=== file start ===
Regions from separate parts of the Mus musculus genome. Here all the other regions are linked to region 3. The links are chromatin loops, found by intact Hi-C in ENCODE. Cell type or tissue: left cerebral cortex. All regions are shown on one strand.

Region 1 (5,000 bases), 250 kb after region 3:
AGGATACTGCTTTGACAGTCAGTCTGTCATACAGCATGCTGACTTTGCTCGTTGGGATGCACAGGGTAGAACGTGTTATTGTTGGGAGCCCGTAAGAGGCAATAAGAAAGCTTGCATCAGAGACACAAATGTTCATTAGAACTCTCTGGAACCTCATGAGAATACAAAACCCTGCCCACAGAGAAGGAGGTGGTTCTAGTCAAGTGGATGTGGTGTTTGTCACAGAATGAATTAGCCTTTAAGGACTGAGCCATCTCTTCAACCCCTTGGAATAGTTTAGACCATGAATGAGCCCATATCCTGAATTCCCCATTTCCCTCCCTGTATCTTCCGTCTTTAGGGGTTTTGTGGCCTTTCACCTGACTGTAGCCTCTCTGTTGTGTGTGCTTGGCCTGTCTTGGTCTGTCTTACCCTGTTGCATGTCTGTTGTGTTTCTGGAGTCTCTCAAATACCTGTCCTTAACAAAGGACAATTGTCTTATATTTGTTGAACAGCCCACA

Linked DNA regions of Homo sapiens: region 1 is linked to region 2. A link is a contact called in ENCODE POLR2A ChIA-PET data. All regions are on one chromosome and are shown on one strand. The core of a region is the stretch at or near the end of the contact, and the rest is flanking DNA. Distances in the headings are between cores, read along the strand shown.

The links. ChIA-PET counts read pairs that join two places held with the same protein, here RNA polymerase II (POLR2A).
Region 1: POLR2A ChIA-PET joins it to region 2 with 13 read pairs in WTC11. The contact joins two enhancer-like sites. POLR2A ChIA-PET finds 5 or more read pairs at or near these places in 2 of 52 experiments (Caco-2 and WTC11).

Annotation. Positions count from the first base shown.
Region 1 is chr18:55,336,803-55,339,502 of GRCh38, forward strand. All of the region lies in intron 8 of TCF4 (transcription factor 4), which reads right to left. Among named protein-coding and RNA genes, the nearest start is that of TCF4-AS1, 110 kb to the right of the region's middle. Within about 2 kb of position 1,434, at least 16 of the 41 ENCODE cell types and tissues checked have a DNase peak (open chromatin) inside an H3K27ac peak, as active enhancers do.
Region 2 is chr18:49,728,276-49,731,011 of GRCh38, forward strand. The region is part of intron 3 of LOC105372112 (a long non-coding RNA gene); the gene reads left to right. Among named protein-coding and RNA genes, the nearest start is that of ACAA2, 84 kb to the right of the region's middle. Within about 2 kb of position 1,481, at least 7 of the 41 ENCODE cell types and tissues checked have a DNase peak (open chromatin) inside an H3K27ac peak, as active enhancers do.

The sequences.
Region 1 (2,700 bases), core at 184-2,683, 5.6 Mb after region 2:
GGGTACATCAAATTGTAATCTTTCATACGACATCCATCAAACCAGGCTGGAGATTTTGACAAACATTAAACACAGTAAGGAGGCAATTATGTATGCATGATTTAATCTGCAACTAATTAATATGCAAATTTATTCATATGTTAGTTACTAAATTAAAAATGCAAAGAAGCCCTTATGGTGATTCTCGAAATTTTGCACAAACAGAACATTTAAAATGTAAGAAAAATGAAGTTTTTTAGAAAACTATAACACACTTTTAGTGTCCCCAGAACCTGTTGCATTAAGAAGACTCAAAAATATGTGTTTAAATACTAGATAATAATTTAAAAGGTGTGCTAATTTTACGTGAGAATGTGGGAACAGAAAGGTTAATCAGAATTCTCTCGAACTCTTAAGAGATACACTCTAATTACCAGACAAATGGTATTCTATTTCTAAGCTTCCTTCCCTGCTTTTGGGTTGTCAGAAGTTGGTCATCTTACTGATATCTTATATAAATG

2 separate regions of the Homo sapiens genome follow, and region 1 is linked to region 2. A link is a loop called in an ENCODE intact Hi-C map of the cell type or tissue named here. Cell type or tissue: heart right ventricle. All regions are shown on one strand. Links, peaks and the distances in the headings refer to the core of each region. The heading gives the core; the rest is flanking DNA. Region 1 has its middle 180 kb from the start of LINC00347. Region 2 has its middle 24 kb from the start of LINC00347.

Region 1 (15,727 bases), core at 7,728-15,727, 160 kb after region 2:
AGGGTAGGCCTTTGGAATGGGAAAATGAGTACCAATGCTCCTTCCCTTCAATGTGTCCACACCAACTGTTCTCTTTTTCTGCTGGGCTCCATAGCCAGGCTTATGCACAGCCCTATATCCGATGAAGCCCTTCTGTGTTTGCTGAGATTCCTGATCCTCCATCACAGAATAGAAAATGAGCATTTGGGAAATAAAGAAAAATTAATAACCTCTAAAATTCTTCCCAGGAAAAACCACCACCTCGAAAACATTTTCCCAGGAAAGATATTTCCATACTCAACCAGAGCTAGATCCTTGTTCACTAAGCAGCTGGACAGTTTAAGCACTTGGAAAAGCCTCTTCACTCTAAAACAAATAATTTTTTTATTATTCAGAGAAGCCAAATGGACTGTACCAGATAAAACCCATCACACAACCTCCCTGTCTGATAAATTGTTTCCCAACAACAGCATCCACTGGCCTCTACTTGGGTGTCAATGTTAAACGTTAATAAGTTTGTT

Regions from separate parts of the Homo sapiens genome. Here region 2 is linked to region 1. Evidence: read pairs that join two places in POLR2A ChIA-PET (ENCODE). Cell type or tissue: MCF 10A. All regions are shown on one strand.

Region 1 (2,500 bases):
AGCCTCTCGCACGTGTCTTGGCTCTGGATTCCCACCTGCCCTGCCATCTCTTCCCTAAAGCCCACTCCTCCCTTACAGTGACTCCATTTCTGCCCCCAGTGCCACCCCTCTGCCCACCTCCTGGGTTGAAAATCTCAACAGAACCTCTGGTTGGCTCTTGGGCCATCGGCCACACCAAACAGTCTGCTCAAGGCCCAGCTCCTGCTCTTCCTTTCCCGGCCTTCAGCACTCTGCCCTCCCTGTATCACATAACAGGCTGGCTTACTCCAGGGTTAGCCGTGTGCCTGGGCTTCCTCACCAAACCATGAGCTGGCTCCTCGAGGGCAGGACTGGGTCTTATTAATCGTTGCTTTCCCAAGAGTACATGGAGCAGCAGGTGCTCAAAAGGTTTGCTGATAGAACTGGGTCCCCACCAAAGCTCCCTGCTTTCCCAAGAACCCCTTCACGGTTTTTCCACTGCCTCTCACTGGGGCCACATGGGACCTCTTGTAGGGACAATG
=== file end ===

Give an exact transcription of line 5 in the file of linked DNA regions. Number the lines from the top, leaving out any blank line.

The links. ChIA-PET counts read pairs that join two places held with the same protein, here RNA polymerase II (POLR2A).